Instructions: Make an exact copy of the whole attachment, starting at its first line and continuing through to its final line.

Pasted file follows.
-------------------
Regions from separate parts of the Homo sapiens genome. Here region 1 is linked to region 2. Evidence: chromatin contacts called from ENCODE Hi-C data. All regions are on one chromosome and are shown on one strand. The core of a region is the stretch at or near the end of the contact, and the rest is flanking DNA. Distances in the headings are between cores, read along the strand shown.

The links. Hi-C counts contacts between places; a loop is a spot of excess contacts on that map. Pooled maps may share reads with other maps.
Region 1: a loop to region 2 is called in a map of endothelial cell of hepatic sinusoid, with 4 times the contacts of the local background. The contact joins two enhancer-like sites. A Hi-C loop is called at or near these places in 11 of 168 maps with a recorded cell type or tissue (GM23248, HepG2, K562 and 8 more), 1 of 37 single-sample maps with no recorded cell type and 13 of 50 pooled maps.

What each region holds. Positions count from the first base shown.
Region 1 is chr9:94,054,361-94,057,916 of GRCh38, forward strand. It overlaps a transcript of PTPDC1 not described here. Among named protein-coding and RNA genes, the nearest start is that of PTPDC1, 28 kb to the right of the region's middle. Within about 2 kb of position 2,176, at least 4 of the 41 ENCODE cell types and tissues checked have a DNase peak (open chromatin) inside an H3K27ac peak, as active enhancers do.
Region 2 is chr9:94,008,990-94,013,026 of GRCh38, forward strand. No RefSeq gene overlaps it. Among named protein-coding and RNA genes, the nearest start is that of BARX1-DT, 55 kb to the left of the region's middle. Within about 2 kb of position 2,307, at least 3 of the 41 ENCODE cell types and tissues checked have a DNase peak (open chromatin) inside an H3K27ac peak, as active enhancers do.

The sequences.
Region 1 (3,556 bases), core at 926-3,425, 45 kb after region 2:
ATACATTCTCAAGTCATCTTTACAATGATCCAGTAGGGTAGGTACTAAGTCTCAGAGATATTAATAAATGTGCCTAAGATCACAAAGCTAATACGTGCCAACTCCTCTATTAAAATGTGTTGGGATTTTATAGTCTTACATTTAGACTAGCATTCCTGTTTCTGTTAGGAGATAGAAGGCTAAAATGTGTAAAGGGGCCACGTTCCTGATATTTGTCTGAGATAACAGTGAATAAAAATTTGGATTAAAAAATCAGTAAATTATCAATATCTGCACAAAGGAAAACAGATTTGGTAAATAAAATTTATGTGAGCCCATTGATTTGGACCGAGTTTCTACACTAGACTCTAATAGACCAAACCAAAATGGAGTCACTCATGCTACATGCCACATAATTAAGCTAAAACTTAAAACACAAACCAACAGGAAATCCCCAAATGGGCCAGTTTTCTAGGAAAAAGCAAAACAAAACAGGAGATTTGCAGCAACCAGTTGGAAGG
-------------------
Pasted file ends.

Regions from separate parts of the Homo sapiens genome. Here region 1 is linked to region 2. Evidence: chromatin contacts called from ENCODE Hi-C data. All regions are on one chromosome and are shown on one strand. The core of a region is the stretch at or near the end of the contact, and the rest is flanking DNA. Distances in the headings are between cores, read along the strand shown.

The links. Hi-C counts contacts between places; a loop is a spot of excess contacts on that map. Pooled maps may share reads with other maps.
Region 1: a loop to region 2 is called in a map of endothelial cell of hepatic sinusoid, with 4 times the contacts of the local background. The contact joins two enhancer-like sites. A Hi-C loop is called at or near these places in 11 of 168 maps with a recorded cell type or tissue (GM23248, HepG2, K562 and 8 more), 1 of 37 single-sample maps with no recorded cell type and 13 of 50 pooled maps.

What each region holds. Positions count from the first base shown.
Region 1 is chr9:94,054,361-94,057,916 of GRCh38, forward strand. It overlaps a transcript of PTPDC1 not described here. Among named protein-coding and RNA genes, the nearest start is that of PTPDC1, 28 kb to the right of the region's middle. Within about 2 kb of position 2,176, at least 4 of the 41 ENCODE cell types and tissues checked have a DNase peak (open chromatin) inside an H3K27ac peak, as active enhancers do.
Region 2 is chr9:94,008,990-94,013,026 of GRCh38, forward strand. No RefSeq gene overlaps it. Among named protein-coding and RNA genes, the nearest start is that of BARX1-DT, 55 kb to the left of the region's middle. Within about 2 kb of position 2,307, at least 3 of the 41 ENCODE cell types and tissues checked have a DNase peak (open chromatin) inside an H3K27ac peak, as active enhancers do.

The sequences.
Region 1 (3,556 bases), core at 926-3,425, 45 kb after region 2:
ATACATTCTCAAGTCATCTTTACAATGATCCAGTAGGGTAGGTACTAAGTCTCAGAGATATTAATAAATGTGCCTAAGATCACAAAGCTAATACGTGCCAACTCCTCTATTAAAATGTGTTGGGATTTTATAGTCTTACATTTAGACTAGCATTCCTGTTTCTGTTAGGAGATAGAAGGCTAAAATGTGTAAAGGGGCCACGTTCCTGATATTTGTCTGAGATAACAGTGAATAAAAATTTGGATTAAAAAATCAGTAAATTATCAATATCTGCACAAAGGAAAACAGATTTGGTAAATAAAATTTATGTGAGCCCATTGATTTGGACCGAGTTTCTACACTAGACTCTAATAGACCAAACCAAAATGGAGTCACTCATGCTACATGCCACATAATTAAGCTAAAACTTAAAACACAAACCAACAGGAAATCCCCAAATGGGCCAGTTTTCTAGGAAAAAGCAAAACAAAACAGGAGATTTGCAGCAACCAGTTGGAAGG